As you can see, the dungeon floor plan generator is getting better. In fact, it's starting to look more and more like the dungeon floorplans I used to draw up on graph paper when I should have been paying more attention in high school. :-)
Well, it's now Spring Break (already to the midpoint, actually), so I've had a little extra time to play around with some comp sci topics that I haven't really used much in the past. Of course I've been having fun with genetic algorithms, but those were easy to learn for me, having a degree in biology. Not as easy are artificial neural networks. Haven't much experience with them, so this is new ground for me. There are many situations, though, that I suspect lend themselves to neural networks more than, say, genetic algorithms. Regardless, it will be fun to compare and contrast....
Debugging this has been the usual nightmare: any time you nest loops for these, no matter how many times you've done this, you still get mixed up between rows, colums, i, j, x, and y. Anyway, I just need to clean up the code a bit and make a few adjustments before I can start turning these into environments to explore using the keyboard....
Have been goofing around a lot lately with recursion, cellular automata, and Pygame. Working with students to develop a floor-plan generator for dungeons and mazes has led to some fun programs. The image above is from a Python program that creates a depth-first search maze, and then attempts to solve it using a slightly different algorithm. The beginning square is the far upper left, and the ending is the far lower right. White corridors have never been visited. The pink ones were visited but led to dead ends. The green path, however, is the correct solution.
Currently working on a version that goes beyond mazes to dungeon-like floor plans. The program will print out the data to a text file to be used by other programs and other languages.
Lately we have been goofing around a LOT with Cellular Automata and Agent-Based simulations. Of course we're working on the Genetic Algorithms cases study, but some students have asked about other applications of these really interesting parts of computational science.
So today I was reading Cities and Complexity and came to the part where they shift from strict rule-based, deterministic cellular automata simulations, to simulations that include random elements. I immediately remembered something that I had thought of a while back while working on some of Wolfram's one-dimensional CA studies (and then, for some reason, I completely forgot about it again until this morning). Here's the thought:
When we think of a typical CA simulation, we use a single set of rules, like, say, Rule 110 for the one-dimensional CA that Wolfram had studied. That rule is a strict one-to-one mapping of situation to response, so there is NO randomness at all.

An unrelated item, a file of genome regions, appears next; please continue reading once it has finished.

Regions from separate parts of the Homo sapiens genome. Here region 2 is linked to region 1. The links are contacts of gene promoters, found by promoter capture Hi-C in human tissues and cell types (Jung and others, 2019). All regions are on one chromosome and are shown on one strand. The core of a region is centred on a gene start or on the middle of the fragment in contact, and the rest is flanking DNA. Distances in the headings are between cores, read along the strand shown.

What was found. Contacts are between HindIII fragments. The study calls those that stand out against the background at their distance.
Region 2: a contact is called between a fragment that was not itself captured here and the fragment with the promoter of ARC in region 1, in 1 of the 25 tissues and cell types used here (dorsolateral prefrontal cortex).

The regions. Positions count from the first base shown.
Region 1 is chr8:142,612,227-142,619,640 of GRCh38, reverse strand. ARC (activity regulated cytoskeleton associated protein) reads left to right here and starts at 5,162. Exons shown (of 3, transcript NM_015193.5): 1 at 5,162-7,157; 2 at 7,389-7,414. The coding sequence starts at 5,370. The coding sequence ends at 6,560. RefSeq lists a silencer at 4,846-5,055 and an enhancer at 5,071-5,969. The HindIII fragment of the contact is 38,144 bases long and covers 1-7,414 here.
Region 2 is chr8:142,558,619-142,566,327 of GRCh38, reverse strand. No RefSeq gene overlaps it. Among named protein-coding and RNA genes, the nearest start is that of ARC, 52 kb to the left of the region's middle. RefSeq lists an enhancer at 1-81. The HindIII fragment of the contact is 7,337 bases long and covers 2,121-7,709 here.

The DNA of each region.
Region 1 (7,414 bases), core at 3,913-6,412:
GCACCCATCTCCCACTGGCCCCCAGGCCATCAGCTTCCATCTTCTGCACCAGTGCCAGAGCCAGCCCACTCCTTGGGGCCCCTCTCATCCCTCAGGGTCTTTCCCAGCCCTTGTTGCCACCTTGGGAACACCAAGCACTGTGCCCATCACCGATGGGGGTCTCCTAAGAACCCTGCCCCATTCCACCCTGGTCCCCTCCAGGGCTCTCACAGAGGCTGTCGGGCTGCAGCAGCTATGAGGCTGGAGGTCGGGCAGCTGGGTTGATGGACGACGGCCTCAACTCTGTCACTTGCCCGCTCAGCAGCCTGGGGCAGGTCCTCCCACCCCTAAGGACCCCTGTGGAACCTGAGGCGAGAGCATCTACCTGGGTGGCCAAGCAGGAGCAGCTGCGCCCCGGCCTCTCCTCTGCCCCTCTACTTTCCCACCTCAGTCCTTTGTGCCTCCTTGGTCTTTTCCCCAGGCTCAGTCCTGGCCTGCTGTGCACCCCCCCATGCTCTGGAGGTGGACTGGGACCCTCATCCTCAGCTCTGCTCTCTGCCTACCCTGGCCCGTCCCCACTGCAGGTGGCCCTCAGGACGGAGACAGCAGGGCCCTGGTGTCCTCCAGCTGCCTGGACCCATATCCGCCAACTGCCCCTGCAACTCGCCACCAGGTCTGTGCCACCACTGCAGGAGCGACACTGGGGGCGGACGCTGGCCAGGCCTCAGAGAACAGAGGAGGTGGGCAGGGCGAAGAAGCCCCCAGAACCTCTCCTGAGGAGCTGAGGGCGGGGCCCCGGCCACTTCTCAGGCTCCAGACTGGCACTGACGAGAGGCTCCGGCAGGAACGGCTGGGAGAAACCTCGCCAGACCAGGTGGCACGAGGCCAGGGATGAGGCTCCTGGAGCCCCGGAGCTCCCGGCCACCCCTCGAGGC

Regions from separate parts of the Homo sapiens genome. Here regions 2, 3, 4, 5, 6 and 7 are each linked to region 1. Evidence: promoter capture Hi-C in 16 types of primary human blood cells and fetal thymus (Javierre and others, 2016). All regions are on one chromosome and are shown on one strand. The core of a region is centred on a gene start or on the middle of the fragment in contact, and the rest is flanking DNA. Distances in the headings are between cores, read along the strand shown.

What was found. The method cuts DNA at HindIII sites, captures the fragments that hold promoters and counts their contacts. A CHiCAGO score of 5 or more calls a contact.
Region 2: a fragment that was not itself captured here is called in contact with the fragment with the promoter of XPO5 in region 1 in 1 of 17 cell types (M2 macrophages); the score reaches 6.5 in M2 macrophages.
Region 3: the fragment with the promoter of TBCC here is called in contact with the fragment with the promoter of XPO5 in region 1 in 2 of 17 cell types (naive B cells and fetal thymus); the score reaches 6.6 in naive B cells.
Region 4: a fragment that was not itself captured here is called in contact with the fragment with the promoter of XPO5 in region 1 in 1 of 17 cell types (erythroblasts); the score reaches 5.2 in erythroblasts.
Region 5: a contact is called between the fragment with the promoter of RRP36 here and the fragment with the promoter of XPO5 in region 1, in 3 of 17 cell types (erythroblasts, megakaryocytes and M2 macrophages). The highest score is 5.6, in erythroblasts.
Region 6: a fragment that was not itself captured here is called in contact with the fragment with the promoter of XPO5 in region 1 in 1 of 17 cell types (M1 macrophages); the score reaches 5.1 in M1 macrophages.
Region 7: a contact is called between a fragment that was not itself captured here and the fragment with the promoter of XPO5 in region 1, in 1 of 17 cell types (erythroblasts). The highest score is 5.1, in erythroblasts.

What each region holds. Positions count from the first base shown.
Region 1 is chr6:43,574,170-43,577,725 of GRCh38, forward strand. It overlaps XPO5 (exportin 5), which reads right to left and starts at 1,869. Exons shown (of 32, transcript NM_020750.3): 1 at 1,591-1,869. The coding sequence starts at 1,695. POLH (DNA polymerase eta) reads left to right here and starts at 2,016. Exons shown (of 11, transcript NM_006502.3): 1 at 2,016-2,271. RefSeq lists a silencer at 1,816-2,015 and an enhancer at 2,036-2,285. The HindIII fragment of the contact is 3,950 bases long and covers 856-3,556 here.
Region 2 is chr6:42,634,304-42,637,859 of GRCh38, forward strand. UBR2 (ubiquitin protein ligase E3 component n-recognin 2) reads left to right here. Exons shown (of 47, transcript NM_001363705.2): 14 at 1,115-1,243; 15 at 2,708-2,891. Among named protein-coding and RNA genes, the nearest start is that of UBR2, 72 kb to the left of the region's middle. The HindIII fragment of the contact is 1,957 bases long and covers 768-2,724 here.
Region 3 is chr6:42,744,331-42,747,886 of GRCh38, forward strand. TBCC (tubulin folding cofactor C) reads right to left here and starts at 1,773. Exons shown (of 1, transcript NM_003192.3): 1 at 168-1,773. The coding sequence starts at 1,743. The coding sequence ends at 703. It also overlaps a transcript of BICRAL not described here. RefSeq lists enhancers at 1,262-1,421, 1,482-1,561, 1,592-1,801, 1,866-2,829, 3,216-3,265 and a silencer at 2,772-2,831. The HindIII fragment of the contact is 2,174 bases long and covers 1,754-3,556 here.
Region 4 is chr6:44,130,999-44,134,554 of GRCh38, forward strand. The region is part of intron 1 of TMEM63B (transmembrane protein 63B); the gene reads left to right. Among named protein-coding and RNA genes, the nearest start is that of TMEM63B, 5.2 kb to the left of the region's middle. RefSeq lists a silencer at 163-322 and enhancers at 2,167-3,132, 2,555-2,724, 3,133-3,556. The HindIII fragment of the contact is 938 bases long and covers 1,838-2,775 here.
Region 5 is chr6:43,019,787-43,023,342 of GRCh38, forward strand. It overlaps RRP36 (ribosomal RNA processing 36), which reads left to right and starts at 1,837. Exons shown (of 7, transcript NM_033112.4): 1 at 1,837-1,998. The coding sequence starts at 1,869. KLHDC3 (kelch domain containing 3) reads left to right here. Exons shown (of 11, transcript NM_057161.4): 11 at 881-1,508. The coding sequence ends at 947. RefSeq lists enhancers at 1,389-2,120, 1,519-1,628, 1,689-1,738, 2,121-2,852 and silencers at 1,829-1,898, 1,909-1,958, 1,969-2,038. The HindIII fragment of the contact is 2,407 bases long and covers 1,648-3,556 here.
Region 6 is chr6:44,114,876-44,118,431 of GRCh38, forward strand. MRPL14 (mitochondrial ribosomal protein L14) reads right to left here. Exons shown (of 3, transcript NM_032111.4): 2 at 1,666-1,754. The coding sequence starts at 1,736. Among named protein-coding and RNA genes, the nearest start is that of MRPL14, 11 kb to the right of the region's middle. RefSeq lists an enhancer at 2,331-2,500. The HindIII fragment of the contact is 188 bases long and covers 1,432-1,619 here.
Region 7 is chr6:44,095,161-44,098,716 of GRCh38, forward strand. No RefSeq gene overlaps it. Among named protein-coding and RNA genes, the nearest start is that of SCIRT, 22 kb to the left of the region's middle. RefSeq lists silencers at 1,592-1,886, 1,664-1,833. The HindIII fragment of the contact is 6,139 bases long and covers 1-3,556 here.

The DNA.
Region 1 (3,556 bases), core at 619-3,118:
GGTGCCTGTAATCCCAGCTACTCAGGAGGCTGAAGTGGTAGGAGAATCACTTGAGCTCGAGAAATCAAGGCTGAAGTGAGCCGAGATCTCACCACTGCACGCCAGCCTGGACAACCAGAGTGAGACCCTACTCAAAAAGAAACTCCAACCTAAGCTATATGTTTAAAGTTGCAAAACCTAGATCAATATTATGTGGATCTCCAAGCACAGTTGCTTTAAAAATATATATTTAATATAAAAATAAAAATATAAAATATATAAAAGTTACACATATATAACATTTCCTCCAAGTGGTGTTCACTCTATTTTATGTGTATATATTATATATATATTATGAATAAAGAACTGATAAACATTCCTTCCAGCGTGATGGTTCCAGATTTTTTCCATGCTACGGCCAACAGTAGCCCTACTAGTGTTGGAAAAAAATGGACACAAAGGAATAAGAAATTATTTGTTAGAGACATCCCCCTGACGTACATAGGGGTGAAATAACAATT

Naturally, one gets curious about what adding random elements would do to the patterns. But then I thought of something else, and it really got me to thinking about determinism and randomness. Let me just show you what I was thinking:
Rule 30 from Wolfram is the base 10 name for this binary mapping:
0 0 0 1 1 1 1 0
Now of course that tells each cell what to do (whether to be "on" or "off" in the next phase) for each of the eight possible situations it could be in.
So, if we wanted to, we could randomize it by replacing one of those digits with a coin flip (f):
0 0 f 1 1 1 1 0
Here, in the third digit from the left, we have switched from "always turn off" to "turn off with a 50% chance. " By that we mean something like, "flip a coin, dude, and heads you are on, tails you are off."
But then I remembered something I had toyed around with when thinking up some AI patterns and state machine stuff for a simple game I was working on. What if, instead of something like "choose 1 80% of the time, chose 0 the other 20%" was handled differently? What if we instead put an array of numbers into that particular position, with a string of results in it:
0 0 [ 1 1 1 1 0 ] 1 1 1 1 0
Now, instead of an 80% CHANCE of choosing 1, we simply tell the agent that she should respond with the number in the array--and she should increment by one each successive turn. Meaning, using the example above, when the 3rd position in the array first comes up, she chooses 1. She does that the 2nd, 3rd, and 4th time, also. However, the fifth time she chooses 0. After that she simply loops around and starts over at the beginning. So you can see that she will choose 1 exactly 80% of the time, but there's no chance involved. It's completely deterministic, and yet it takes the whole question of one-dimensional CA to a whole new level of, well, complexity. Or does it? I really haven't had much time to think about this in detail, but it seems strangely different than randomness.
I guess what it really makes me think about is how attractive the finite set of 256 rules that Wolfram studied seemed to me at first. How ... cozy it seemed that the structure was so, well, structured. Now I'm thinking that there's an infinity of rules--all strictly deterministic--that could be looked at for good ol' one-dimensional CA.
I teach Computer Science at a progressive public high school, using mostly open source tools. I improvise a lot and spend most of my time working with students and writing code in Python, Java, Obj-C, LISP....